Streamed in real time from Rambert’s London studios
September 26, 2020
As someone who regularly courts danger, Wim Vandekeybus seems particularly well placed to relish the uncertainties and cliff hangers of COVID-land. He is also a multi-media artist who shifts seamlessly between live performance and film, a visible asset in Draw from Within, livestreamed from Rambert’s Waterloo studios.
The persuasive opening, so casual and almost improvised, is earmarked by Daniel Davidson’s reading of Ted Hughes’ enigmatic Conjuring in Heaven, a poem of meaningful nothing. The camera moves down the stairs and around the studios, capturing faces in the bursts of phosphorus as the flame from lighted matches is passed from mouth to mouth. Definitely no kissing; but wonderful patterns of smoke from extinguished tapers as the dancers move into action and write their stories in the smoky air.
The Rambert dancers have bounced back from lockdown with renewed vitality, each an individual character within quicksilver group co-ordination. The action comes in staccato bursts and starts, music rising to a crescendo as dancers, notably a fiercely acrobatic Liam Francis, twist and fly alternating with impulsive stops, stirring an undercurrent of expectant violence.
A sudden cut to the peace and calm of a backstage corner finds Salomé Pressac, looking both wholesome and sexy in cropped white pants suit with an eye on Guillaume Quéau. Their relationship is brief, interrupted as the sets disappear and the studio is stripped down for more epic on-the-edge Vandekeybus choreography.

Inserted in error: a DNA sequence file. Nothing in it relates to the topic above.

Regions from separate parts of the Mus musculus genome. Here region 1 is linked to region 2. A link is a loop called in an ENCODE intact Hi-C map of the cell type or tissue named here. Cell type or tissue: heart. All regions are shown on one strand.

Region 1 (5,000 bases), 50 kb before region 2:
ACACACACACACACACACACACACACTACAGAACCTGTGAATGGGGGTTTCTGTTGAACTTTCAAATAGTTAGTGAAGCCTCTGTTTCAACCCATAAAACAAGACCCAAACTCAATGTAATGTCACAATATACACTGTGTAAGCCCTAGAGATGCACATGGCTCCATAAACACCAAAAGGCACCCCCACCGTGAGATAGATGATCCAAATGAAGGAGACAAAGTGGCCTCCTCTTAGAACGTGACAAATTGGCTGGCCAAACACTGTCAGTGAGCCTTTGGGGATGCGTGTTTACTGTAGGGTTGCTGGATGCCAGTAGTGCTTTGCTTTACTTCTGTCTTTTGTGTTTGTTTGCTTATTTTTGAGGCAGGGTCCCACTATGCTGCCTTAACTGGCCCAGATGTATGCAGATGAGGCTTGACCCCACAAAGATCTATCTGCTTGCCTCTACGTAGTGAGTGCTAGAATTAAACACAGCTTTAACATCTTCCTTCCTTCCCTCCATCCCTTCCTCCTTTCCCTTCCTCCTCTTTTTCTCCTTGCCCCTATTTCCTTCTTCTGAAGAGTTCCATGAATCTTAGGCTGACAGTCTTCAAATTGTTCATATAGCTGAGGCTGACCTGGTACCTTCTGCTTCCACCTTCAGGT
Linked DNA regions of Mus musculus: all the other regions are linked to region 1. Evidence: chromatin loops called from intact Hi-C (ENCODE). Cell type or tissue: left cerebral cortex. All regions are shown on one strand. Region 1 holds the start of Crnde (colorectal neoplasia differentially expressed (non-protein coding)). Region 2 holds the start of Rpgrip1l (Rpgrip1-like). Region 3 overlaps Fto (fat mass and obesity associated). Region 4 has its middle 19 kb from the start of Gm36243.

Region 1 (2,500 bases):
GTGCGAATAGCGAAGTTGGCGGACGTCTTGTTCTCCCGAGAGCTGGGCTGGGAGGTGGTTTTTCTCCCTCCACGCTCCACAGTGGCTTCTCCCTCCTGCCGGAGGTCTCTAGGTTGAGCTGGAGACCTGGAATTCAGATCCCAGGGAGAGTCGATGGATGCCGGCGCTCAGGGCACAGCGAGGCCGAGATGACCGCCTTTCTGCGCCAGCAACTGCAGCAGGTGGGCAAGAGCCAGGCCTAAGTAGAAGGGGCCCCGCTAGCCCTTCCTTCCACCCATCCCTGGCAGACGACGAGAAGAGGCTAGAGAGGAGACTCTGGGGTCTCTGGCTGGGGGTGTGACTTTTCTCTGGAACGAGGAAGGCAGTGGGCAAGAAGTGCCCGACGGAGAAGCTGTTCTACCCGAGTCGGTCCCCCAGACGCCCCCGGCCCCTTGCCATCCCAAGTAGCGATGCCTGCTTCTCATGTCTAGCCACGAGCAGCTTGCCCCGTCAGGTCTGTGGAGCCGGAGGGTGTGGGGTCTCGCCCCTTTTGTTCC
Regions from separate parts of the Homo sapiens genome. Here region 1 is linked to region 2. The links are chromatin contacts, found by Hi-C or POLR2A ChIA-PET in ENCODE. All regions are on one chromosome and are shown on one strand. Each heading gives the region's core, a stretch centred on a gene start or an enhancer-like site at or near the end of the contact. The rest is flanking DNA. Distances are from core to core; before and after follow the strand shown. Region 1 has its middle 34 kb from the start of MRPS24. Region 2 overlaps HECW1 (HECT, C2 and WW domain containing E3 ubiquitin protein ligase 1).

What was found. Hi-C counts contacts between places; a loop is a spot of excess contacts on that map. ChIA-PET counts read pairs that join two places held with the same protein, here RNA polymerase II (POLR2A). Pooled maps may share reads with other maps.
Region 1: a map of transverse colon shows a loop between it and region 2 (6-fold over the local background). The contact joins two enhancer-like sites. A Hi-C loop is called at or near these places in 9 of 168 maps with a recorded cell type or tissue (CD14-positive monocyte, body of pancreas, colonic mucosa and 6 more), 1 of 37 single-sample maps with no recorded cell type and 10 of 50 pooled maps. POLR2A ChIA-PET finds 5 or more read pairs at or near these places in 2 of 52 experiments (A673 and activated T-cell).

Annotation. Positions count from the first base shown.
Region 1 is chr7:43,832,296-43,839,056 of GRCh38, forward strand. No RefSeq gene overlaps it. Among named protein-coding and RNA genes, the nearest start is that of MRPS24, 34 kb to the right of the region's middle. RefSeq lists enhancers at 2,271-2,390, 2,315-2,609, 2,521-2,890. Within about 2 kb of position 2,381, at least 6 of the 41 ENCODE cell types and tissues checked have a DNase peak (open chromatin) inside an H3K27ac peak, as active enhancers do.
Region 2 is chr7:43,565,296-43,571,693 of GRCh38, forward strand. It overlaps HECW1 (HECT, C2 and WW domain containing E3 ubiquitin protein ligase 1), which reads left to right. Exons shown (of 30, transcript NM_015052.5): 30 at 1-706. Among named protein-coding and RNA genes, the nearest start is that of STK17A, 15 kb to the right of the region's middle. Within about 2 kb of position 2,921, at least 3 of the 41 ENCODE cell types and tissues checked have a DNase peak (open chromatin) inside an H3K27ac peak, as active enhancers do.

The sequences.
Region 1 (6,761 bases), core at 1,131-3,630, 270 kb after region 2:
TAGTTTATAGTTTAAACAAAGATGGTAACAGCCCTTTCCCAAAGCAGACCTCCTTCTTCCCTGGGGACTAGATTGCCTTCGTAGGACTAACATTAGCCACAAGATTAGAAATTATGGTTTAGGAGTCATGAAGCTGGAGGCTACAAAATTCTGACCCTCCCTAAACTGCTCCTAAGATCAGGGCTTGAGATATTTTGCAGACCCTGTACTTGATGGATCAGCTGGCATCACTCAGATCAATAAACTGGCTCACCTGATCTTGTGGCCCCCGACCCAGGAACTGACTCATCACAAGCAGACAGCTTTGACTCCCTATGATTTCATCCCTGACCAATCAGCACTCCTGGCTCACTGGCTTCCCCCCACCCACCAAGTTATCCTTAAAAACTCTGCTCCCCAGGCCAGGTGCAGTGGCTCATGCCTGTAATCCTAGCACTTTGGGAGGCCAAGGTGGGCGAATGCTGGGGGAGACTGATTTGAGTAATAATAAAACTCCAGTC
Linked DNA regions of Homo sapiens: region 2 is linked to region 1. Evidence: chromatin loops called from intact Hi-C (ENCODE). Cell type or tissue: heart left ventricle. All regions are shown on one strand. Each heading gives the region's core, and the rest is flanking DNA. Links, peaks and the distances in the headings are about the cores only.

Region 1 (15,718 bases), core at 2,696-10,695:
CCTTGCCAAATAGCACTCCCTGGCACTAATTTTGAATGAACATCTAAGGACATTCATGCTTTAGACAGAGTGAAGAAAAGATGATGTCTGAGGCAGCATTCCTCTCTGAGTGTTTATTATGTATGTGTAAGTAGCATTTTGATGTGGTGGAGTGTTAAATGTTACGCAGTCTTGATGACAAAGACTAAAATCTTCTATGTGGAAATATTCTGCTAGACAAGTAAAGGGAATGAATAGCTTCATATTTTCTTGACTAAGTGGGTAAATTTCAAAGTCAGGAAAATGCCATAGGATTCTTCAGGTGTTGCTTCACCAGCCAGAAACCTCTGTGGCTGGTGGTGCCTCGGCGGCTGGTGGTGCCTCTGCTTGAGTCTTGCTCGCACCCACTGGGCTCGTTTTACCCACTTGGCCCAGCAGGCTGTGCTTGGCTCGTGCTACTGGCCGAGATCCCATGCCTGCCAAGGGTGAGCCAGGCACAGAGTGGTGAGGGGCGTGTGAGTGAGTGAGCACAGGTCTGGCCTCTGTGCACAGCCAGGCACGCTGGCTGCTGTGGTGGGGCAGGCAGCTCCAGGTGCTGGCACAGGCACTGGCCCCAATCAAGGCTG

Cables, expertly manoeuvred by the dancers, are drawn across a space bristling with danger, the dancers leaping over, rolling under or circumnavigate the obstacles with hair breadth precision. Pressac, braids flying competes with the best of them. The complex structure is expertly caught on camera to immerse us in the movement.
Vandekeybus criticises the follies of the media with penetrating satire. While a quietly spoken telephonist reassures callers on the chat lines, on the main stage the presenters, armed with microphones, waffle on enthusiastically. The neatly choreographed ‘birth’ of a child prodigy provokes a media storm. As dancers party round the periphery, he’s the centre of attention: learning to cycle, then to drive and in no time at all, he has a gun. It’s Dad who gets the bullet and the media are in the thick of it, provoking and condemning violence in equal measure.
Vandekeybus senses the mood of the times and plays with our fears. He offers us a collage of life and it’s not pleasant. Hospitals are no longer sanctuaries of care and healing. Masked medics with blood on their hands patrol empty corridors. Kym Sojourna stripped of her dress and coerced onto a stretcher, waits, in trepidation for the unknown. It is the child, seemingly immune to the disquieting forces, that finally returns the dress to Sojourna. The mood changes as vibes of coercive optimism provoke something approaching a religious revival and Davidson declares, ‘it’s all going to be alright’! We’ll see.